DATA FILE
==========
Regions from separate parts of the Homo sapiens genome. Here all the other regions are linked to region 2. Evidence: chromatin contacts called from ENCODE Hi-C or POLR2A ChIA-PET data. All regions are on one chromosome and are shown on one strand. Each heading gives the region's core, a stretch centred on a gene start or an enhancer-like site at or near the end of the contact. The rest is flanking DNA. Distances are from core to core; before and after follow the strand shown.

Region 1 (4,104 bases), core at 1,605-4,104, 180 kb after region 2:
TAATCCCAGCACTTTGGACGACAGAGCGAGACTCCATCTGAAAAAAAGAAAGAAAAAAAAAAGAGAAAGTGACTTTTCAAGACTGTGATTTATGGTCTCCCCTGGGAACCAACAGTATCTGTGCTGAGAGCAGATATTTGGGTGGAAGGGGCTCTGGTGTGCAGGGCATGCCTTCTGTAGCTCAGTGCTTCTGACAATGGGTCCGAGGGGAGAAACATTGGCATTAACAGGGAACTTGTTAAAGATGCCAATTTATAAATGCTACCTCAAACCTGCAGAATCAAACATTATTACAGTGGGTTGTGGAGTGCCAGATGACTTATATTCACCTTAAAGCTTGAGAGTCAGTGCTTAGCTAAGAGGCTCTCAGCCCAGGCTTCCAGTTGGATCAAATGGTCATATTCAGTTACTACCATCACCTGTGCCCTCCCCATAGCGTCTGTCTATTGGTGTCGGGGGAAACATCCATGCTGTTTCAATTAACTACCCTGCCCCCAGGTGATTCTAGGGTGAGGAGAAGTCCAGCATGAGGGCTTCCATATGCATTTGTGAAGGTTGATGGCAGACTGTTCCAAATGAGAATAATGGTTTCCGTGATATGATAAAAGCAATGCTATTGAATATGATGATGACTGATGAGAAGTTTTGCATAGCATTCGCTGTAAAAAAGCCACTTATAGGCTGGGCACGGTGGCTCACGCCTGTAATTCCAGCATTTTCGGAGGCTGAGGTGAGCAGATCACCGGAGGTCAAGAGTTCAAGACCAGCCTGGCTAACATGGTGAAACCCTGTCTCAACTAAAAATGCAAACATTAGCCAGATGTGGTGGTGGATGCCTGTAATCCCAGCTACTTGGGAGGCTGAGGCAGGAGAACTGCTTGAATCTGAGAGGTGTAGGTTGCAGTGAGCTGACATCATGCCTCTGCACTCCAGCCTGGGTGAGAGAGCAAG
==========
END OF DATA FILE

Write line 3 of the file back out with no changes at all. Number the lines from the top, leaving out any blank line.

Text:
TAATCCCAGCACTTTGGACGACAGAGCGAGACTCCATCTGAAAAAAAGAAAGAAAAAAAAAAGAGAAAGTGACTTTTCAAGACTGTGATTTATGGTCTCCCCTGGGAACCAACAGTATCTGTGCTGAGAGCAGATATTTGGGTGGAAGGGGCTCTGGTGTGCAGGGCATGCCTTCTGTAGCTCAGTGCTTCTGACAATGGGTCCGAGGGGAGAAACATTGGCATTAACAGGGAACTTGTTAAAGATGCCAATTTATAAATGCTACCTCAAACCTGCAGAATCAAACATTATTACAGTGGGTTGTGGAGTGCCAGATGACTTATATTCACCTTAAAGCTTGAGAGTCAGTGCTTAGCTAAGAGGCTCTCAGCCCAGGCTTCCAGTTGGATCAAATGGTCATATTCAGTTACTACCATCACCTGTGCCCTCCCCATAGCGTCTGTCTATTGGTGTCGGGGGAAACATCCATGCTGTTTCAATTAACTACCCTGCCCCCAGGTGATTCTAGGGTGAGGAGAAGTCCAGCATGAGGGCTTCCATATGCATTTGTGAAGGTTGATGGCAGACTGTTCCAAATGAGAATAATGGTTTCCGTGATATGATAAAAGCAATGCTATTGAATATGATGATGACTGATGAGAAGTTTTGCATAGCATTCGCTGTAAAAAAGCCACTTATAGGCTGGGCACGGTGGCTCACGCCTGTAATTCCAGCATTTTCGGAGGCTGAGGTGAGCAGATCACCGGAGGTCAAGAGTTCAAGACCAGCCTGGCTAACATGGTGAAACCCTGTCTCAACTAAAAATGCAAACATTAGCCAGATGTGGTGGTGGATGCCTGTAATCCCAGCTACTTGGGAGGCTGAGGCAGGAGAACTGCTTGAATCTGAGAGGTGTAGGTTGCAGTGAGCTGACATCATGCCTCTGCACTCCAGCCTGGGTGAGAGAGCAAG